Contents

Contents

Idea

The instantiation of a coequalizer as a type in dependent type theory.

Definition

In dependent type theory, given types $A$ and $B$ and functions $f:A \to B$ and $g:A \to B$, the coequalizer type or coequaliser type of $f$ and $g$ is a higher inductive type $\mathrm{coeq}_{A,B}(f, g)$. There are two different way to define the coequalizer type. The first way states that $\mathrm{coeq}_{A,B}(f, g)$ is generated by the constructors

$\mathrm{in} \colon B \to \mathrm{coeq}_{A,B}(f, g)$
$\mathrm{glue} \colon \prod_{x:A}in(f(x)) =_{\mathrm{coeq}_{A,B}(f, g)} in(g(x))$

The second way states that $\mathrm{coeq}_{A,B}(f, g)$ is generated by

$\mathrm{in} \colon B \to \mathrm{coeq}_{A,B}(f, g)$
$\mathrm{glue} \colon \prod_{x:B} \prod_{y:B} \prod_{z:A} (f(z) =_B x) \to (g(z) =_B y) \to (\mathrm{in}(x) =_{\mathrm{coeq}_{A,B}(f, g)} \mathrm{in}(y))$

Induction and recursion principles

The recursion principle for coequalizer types says that given a type $C$ together with

• a function $c_\mathrm{in}:B \to C$
• a dependent function $c_\mathrm{glue}:\prod_{x:B} \prod_{y:B} \prod_{z:A} (f(z) =_B x) \to (g(z) =_B y) \to (c_\mathrm{in}(x) =_C c_\mathrm{in}(y))$

there exists a function $c:\mathrm{coeq}_{A, B}(f, g) \to C$ such that

• for all $x:B$, $c(\mathrm{in}(x)) \equiv c_\mathrm{in}(x)$, and
• for all $x:B$, $y:B$, $z:A$, $p:f(z) =_B x$, and $q:g(z) =_B y$,
$\mathrm{ap}_c(\mathrm{glue}(x,y,z,p,q)) \equiv c_\mathrm{glue}(x, y, z, p, q)$

Similarly, the induction principle says that given a type family $C(w)$ indexed by $w:\mathrm{coeq}_{A, B}(f, g)$ together with

• a dependent function $c_\mathrm{in}:\prod_{x:B} C(\mathrm{in}(x))$
• a dependent function $c_\mathrm{glue}:\prod_{x:B} \prod_{y:B} \prod_{z:A} \prod_{p:f(z) =_B x} \prod_{q:g(z) =_B y} c_\mathrm{in}(x) =_C^{\mathrm{glue}(x,y,z,p,q)} c_\mathrm{in}(y)$

there exists a dependent function $c:\prod_{z:\mathrm{coeq}_{A, B}(f, g)} C(z)$ such that

• for all $x:B$, $c(\mathrm{in}(x)) \equiv c_\mathrm{points}(x)$, and
• for all $x:B$, $y:B$, $z:A$, $p:s(z) =_B x$, and $q:g(z) =_B y$,
$\mathrm{apd}_c(\mathrm{glue}(x,y,z,p,q)) \equiv c_\mathrm{glue}(x,y,z,p,q)$

Properties

Relation to W-suspensions

W-suspensions could be constructed as the coequalizer type of the left and middle dependent pair projections $\pi_{\sum}^A$ and $\pi_{\sum}^A \circ \pi_{\sum}^{\sum_{y:A} R(-, y)}$ of the dependent pair type $\sum_{x:A} \sum_{y:A} R(x, y)$, both of which have domain $\sum_{x:A} \sum_{y:A} R(x, y)$ and codomain $A$:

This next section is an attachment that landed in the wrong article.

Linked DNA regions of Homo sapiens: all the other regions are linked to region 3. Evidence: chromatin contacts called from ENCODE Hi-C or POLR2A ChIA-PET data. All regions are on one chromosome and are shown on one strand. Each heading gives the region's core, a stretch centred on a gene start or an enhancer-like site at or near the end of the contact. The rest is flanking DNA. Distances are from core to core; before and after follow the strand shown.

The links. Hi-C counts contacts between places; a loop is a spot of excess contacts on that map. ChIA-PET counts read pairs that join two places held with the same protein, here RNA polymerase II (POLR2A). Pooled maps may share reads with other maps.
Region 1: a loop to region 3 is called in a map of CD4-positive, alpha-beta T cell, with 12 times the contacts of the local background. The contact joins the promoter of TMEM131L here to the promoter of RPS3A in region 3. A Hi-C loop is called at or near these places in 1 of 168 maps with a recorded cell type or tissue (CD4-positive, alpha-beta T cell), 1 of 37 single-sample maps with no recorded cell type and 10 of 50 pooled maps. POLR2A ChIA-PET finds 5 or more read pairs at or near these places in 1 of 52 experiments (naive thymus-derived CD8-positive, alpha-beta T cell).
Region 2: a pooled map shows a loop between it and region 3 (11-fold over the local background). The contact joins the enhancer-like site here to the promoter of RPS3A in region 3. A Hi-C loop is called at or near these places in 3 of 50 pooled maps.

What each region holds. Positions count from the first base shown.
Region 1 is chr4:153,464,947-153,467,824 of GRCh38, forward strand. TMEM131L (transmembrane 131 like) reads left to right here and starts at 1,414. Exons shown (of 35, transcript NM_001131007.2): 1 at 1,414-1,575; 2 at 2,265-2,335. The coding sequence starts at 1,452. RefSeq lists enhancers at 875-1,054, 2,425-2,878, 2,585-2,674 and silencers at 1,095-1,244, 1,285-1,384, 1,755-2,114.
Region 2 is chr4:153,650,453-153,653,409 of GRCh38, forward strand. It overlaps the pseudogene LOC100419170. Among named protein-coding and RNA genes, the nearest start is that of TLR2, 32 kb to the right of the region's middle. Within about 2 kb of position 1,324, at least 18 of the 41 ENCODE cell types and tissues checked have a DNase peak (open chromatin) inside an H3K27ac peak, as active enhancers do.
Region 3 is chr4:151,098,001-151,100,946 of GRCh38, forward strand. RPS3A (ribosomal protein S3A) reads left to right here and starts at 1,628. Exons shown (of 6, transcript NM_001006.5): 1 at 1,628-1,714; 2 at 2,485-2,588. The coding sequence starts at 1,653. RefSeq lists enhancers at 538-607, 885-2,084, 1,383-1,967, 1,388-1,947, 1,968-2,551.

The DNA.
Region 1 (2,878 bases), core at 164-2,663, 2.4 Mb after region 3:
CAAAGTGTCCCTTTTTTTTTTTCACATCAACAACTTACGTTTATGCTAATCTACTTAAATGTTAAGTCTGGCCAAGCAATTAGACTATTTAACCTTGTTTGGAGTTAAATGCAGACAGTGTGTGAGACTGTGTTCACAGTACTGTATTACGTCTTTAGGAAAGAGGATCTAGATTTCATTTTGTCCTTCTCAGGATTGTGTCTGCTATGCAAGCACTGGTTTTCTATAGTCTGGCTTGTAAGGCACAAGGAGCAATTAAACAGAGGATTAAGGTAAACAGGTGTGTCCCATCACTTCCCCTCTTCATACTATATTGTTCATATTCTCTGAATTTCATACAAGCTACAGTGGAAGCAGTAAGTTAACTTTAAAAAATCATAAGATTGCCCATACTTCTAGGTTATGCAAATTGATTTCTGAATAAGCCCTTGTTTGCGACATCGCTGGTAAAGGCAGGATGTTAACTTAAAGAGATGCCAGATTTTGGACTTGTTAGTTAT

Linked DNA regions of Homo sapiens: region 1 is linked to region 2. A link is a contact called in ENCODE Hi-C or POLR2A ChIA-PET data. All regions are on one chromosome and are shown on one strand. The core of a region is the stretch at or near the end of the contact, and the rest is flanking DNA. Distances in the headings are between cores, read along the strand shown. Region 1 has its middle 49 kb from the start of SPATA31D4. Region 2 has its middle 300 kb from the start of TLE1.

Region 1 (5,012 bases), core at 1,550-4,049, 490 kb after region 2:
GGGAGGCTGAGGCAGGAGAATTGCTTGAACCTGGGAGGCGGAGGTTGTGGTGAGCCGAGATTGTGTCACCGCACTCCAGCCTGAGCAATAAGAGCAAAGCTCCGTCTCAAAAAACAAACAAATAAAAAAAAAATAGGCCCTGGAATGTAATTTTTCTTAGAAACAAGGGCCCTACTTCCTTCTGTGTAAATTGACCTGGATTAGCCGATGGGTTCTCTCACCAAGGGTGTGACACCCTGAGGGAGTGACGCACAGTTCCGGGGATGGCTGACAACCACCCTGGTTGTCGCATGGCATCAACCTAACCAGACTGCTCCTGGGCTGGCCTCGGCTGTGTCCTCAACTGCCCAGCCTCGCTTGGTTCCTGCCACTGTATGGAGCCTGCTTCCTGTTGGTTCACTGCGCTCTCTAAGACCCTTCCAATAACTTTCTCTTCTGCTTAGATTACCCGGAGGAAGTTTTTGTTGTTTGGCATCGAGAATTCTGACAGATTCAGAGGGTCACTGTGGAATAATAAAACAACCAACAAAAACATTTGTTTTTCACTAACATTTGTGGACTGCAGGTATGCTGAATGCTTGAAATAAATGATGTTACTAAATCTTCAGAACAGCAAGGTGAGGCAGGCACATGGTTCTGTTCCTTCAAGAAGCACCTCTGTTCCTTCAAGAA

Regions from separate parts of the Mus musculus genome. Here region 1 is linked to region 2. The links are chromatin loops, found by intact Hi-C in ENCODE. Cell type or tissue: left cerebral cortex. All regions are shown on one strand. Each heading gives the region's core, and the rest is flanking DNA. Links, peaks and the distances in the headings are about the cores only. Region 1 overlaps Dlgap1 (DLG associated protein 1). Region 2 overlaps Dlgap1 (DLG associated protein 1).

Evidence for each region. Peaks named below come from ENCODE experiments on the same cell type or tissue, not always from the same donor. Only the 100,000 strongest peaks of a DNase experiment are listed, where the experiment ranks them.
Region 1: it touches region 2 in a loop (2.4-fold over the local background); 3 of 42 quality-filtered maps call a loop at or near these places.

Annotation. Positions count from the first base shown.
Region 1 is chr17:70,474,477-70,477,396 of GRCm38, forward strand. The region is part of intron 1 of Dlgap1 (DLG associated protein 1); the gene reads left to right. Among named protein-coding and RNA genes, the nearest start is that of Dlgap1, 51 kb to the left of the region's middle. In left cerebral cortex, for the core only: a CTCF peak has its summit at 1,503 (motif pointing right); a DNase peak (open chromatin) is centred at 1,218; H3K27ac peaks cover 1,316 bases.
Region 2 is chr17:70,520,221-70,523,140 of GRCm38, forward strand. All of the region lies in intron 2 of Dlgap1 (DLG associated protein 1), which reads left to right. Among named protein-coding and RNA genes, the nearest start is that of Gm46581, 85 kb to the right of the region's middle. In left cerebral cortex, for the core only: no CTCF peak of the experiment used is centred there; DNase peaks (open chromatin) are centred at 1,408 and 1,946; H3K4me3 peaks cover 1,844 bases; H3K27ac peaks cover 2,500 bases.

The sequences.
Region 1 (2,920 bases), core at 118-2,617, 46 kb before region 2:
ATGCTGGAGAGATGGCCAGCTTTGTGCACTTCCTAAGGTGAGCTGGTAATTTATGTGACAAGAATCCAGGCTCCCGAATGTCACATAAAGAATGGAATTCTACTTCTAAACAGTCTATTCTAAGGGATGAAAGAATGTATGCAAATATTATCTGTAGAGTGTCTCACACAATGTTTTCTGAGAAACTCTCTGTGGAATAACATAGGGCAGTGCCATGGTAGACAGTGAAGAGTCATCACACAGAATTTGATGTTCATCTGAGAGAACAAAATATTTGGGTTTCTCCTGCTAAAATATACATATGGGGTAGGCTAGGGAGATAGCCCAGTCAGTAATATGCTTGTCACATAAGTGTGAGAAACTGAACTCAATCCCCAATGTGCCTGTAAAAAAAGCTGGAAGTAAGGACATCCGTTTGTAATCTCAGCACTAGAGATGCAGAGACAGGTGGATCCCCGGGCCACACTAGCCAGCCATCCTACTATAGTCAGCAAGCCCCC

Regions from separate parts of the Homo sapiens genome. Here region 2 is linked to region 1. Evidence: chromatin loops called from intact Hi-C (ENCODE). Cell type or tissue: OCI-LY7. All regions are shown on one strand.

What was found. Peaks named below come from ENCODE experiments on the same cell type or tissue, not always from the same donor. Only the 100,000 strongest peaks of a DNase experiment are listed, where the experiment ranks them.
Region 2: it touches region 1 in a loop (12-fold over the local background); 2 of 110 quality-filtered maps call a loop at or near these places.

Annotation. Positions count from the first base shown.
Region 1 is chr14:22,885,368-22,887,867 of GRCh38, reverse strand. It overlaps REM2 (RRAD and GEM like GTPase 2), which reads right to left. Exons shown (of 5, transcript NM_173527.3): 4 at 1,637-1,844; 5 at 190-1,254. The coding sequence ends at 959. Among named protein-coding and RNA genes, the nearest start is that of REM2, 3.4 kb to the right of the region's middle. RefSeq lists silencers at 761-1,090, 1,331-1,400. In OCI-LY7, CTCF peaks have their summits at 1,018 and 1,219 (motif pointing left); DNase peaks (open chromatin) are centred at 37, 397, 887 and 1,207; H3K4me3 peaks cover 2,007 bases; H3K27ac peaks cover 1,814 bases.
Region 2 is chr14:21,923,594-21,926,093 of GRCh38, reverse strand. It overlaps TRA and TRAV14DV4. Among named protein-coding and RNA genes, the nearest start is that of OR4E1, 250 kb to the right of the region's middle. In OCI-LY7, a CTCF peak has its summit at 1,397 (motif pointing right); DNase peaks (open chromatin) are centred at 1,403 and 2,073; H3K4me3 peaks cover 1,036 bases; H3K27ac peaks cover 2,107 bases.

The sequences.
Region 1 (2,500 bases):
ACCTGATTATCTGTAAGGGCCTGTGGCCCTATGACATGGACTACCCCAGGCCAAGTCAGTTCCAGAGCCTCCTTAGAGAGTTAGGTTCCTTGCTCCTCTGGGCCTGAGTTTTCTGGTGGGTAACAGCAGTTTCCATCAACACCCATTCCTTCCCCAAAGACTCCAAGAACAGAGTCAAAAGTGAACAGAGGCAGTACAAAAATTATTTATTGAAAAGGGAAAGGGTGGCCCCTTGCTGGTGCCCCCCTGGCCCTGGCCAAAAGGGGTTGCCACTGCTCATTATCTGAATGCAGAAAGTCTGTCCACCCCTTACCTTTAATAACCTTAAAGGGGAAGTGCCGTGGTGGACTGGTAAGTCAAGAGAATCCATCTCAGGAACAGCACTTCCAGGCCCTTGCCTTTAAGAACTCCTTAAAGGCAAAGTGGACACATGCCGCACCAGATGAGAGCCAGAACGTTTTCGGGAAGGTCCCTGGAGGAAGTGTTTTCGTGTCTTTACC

$\underset{x:A,y:A}{\mathrm{Wsus}} R(x, y) \coloneqq \mathrm{coeq}_{\sum_{x:A} \sum_{y:A} R(x, y),A}(\pi_{\sum}^A, \pi_{\sum}^A \circ \pi_{\sum}^{\sum_{y:A} R(-, y)})$

Alternatively, given two parallel functions $s:B \to A$ and $t:B \to A$, the coequalizer of $s$ and $t$ could be defined as the W-suspension generated by the graph defined by the family of dependent sum types $\sum_{z:B} (s(z) =_A x) \times (t(z) =_A y)$

$\underset{x:A,y:A}{\mathrm{Wsus}} \sum_{z:B} (s(z) =_A x) \times (t(z) =_A y)$

Examples

• The sum type of a type $T$ with itself is the coequalizer of two copies of the unique function $\mathrm{rec}_\emptyset^T$ from the empty type to $T$.
$T + T \coloneqq \mathrm{coeq}_{\emptyset, T}(\mathrm{rec}_\emptyset^T, \mathrm{rec}_\emptyset^T)$
• The circle type is the coequalizer of any two endofunctions $f:C \to C$ and $g:C \to C$ on a contractible type $C$.
$S^1 \coloneqq \mathrm{coeq}_{C, C}(f, g) \quad \mathrm{given} \quad p:\mathrm{isContr}(C)$
• The interval type is the coequalizer of the constant functions with value $\mathrm{false}$ and $\mathrm{true}$ from any contractible type $C$ to the boolean domain.
$\mathbb{I} \coloneqq \mathrm{coeq}_{C, \mathrm{bool}}(\mathrm{const}_{C, \mathrm{bool}}(\mathrm{false}). \mathrm{const}_{C, \mathrm{bool}}(\mathrm{true})) \quad \mathrm{given} \quad p:\mathrm{isContr}(C)$
• More generally, the suspension of a type $T$ is the coequalizer of the constant functions with value $\mathrm{false}$ and $\mathrm{true}$ from $T$ to the boolean domain.
$\Sigma T \coloneqq \mathrm{coeq}_{T, \mathrm{bool}}(\mathrm{const}_{T, \mathrm{bool}}(\mathrm{false}). \mathrm{const}_{T, \mathrm{bool}}(\mathrm{true}))$
• The cyclic group of order $n + 1$ for natural number $n:\mathbb{N}$ is the coequalizer of the constant functions with value $0$ and $n + 1$ from any contractible type $C$ to the natural numbers type.
$\mathbb{Z}_{n + 1} \coloneqq \mathrm{coeq}_{C, \mathbb{N}}(\mathrm{const}_{C, \mathbb{N}}(0), \mathrm{const}_{C, \mathbb{N}}(n + 1)) \quad \mathrm{given} \quad p:\mathrm{isContr}(C)$
• The pushout of a span $f:C \to A$ and $g:C \to B$ is the coequalizer of the composite functions $\mathrm{in}_{A + B}^A \circ f$ and $\mathrm{in}_{A + B}^B \circ g$, each with domain $C$ and codomain the sum type $A + B$:
$A \sqcup_{f,g}^C B \coloneqq \mathrm{coeq}_{C, A + B}(\mathrm{in}_{A + B}^A \circ f, \mathrm{in}_{A + B}^B \circ g)$

Propositional truncation

The propositional truncation of a h-set $A$ is the set truncation of the coequalizer of the two product projection functions $\pi_1:A \times A \to A$ and $\pi_2:A \times A \to A$ of the product type $A \times A$

$\Vert A \Vert_{-1} \coloneqq \Vert \mathrm{coeq}_{A \times A,A}(\pi_1, \pi_2) \Vert_0$